Rosie the Riveter, the iconic young woman with sleeve rolled up and arm flexed in the famous portrait by J. Howard Miller, inspired many American women in the 1940s to leave the traditional domain of their homes. They filled positions that previously had belonged to men who were drafted or volunteered to fight in World War II. Rosie's "We Can Do It" slogan seemed to capture the spirit and ambition of many women as they entered the workforce and experienced the sudden expansion of career opportunities.
Since then, women have made impressive strides both educationally and professionally and, today, the career opportunities available to them are unparalleled. Women are now awarded more bachelor's and master's degrees than their male counterparts and receive nearly half of all doctorates and professional degrees.1 While these gains are very positive, it is unfortunate that society has convinced some young women to elevate a successful career above all else. In short, the emphasis on "girl power" and our career-glorifying culture have perpetuated myths that have caused too many women to overlook the value and merit of embracing another role: Mom.
Myth #1: Only uneducated women stay home to raise children.
A study by the Center for Work-Life Policy showed that approximately 40 percent of women take time away from their careers at some point in their lives, usually to raise children. The New York Times calls the trend the "opt-out revolution." Many of those who "opt-out" are highly educated and successful. A study of female college graduates from two prestigious universities showed that 57 percent of female students in Stanford University's 1981 graduating class had left the workforce while just 38 percent of Harvard Business School graduates in the 1980s are still in fulltime careers.2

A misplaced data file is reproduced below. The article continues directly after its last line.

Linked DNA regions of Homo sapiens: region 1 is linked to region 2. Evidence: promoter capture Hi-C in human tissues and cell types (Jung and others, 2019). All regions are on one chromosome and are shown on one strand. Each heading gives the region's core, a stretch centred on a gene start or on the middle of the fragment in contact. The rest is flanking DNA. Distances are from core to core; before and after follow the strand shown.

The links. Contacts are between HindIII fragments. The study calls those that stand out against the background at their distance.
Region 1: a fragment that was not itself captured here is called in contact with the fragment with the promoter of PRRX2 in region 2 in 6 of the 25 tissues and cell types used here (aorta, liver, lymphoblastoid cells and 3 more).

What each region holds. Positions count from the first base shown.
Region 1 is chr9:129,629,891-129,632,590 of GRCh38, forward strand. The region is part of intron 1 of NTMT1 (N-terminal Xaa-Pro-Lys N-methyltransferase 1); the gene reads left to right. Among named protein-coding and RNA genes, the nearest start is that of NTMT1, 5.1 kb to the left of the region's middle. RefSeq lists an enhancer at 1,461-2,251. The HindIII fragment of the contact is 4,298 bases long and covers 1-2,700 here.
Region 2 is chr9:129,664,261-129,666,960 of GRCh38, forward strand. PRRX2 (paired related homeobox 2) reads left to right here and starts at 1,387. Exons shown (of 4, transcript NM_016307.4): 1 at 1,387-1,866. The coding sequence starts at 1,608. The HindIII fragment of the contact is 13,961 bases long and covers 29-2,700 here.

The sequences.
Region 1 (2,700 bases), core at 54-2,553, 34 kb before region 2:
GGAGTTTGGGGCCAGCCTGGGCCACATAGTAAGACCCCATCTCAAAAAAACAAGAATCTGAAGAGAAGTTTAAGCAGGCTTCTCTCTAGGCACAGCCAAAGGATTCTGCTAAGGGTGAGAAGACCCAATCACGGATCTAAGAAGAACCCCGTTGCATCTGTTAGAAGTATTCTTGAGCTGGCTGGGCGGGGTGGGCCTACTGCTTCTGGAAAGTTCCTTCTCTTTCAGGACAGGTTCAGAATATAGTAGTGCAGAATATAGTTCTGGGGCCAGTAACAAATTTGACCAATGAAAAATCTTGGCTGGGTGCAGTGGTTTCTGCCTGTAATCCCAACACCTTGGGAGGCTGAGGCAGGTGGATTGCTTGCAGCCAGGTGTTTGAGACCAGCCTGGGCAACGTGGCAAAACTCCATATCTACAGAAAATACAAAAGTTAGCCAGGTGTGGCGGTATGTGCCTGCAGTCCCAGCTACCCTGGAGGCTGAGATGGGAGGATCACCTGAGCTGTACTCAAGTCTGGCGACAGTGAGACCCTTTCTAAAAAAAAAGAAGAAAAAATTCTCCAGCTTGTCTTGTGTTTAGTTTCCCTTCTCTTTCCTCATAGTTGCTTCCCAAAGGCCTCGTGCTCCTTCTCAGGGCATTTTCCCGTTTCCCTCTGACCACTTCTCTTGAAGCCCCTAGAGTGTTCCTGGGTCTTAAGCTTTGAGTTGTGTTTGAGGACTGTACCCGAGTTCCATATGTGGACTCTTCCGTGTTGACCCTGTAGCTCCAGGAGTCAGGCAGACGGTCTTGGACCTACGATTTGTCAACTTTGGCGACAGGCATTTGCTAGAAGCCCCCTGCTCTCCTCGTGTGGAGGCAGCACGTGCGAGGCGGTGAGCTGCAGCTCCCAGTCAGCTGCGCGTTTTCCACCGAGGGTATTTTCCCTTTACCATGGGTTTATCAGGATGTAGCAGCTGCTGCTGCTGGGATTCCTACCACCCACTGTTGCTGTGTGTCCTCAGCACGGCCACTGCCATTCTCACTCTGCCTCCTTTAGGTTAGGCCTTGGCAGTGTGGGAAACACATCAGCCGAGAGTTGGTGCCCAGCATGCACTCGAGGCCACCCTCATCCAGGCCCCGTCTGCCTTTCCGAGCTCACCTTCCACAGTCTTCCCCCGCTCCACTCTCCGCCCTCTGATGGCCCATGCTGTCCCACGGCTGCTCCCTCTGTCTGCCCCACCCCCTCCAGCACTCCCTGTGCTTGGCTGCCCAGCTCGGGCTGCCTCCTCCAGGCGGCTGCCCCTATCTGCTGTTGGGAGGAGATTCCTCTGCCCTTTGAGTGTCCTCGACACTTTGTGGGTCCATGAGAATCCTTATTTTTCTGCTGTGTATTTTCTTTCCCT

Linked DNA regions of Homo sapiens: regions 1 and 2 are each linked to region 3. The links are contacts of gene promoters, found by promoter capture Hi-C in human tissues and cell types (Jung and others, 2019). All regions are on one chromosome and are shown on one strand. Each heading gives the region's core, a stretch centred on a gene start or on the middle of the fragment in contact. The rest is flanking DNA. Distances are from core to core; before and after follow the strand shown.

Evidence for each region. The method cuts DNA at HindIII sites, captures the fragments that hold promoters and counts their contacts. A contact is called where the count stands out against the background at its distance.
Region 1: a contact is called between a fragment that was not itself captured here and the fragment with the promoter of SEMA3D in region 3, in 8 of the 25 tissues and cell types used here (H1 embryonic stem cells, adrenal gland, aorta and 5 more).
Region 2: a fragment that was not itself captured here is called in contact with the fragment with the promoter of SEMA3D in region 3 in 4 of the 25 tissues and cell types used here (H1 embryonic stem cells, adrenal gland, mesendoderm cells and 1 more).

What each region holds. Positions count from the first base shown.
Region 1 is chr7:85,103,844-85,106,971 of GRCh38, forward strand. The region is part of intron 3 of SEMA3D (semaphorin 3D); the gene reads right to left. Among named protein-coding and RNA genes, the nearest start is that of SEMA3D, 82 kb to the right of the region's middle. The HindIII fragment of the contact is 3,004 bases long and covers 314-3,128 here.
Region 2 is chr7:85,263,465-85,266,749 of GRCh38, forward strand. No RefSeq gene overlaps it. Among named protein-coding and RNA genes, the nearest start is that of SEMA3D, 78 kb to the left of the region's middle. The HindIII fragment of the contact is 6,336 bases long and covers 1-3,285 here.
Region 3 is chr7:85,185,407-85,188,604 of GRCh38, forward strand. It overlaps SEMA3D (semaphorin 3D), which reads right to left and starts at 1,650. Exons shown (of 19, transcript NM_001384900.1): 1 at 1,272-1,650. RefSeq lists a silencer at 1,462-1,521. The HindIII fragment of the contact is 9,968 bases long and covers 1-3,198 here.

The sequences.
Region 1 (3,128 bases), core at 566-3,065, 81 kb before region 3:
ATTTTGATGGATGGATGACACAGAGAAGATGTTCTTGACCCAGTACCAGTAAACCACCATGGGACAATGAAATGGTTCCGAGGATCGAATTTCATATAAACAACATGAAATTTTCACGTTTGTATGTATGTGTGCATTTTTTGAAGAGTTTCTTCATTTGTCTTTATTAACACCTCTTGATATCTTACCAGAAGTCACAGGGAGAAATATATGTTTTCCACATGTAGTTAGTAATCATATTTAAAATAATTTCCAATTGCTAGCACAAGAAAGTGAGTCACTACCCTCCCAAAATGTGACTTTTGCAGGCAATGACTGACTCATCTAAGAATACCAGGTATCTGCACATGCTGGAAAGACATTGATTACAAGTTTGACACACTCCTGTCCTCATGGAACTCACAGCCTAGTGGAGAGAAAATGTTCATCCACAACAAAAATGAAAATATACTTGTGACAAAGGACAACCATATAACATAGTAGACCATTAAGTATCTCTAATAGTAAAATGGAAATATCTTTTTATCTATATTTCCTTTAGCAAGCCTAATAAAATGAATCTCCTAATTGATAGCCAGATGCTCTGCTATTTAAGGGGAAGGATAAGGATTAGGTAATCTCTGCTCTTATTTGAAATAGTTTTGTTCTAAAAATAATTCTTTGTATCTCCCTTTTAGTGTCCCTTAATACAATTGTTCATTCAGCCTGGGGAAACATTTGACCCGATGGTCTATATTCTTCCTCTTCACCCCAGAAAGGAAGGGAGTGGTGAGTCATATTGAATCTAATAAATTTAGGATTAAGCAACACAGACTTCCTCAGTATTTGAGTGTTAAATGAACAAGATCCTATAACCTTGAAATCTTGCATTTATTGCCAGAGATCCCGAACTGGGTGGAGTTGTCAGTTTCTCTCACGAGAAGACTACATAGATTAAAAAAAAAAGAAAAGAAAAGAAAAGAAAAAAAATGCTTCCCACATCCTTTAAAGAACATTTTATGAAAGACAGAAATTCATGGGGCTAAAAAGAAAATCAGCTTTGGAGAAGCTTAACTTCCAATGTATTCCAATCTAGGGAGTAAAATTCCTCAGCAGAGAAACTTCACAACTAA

Dr. Janice Shaw Crouse, senior research fellow at Concerned Women for America's Beverly LaHaye Institute, says the findings reflect an increasing trend among women in their childbearing years. "More and more women are discovering that a life where career is everything is not satisfying or fulfilling after awhile. They are also discovering that no one can take the place of a mother when it comes to their children; they are choosing to leave the workforce to raise their children themselves."
Myth #2: Staying at home to raise children equals career suicide.
Temporarily calling time-out on a full-time career doesn't mean a woman has to completely forsake her career and leave her ambitions behind. The Internet has revolutionized the career world, making it much more feasible for mothers to work from home; Many maintain part-time careers or become entrepreneurs. Such ventures give mothers the opportunity to benefit from the convenience, flexibility and supplemental income of a career without having to work in the office everyday. It also makes the transition back into the workforce a bit easier.
"For so long, it seemed like women had to choose to either have a career or be a stay-at-home mom, but modern technology offers women the opportunity to do both," said Rebecca Hagelin, conservative columnist and vice president of communications and marketing for the Heritage Foundation, to the Beverly LaHaye Institute. Hagelin, herself a successful woman with a distinguished career, temporarily left her career to start a home-based consulting business in the mid-1990s to accommodate raising three small children. It is a decision she does not regret. "My family is my priority," Hagelin said.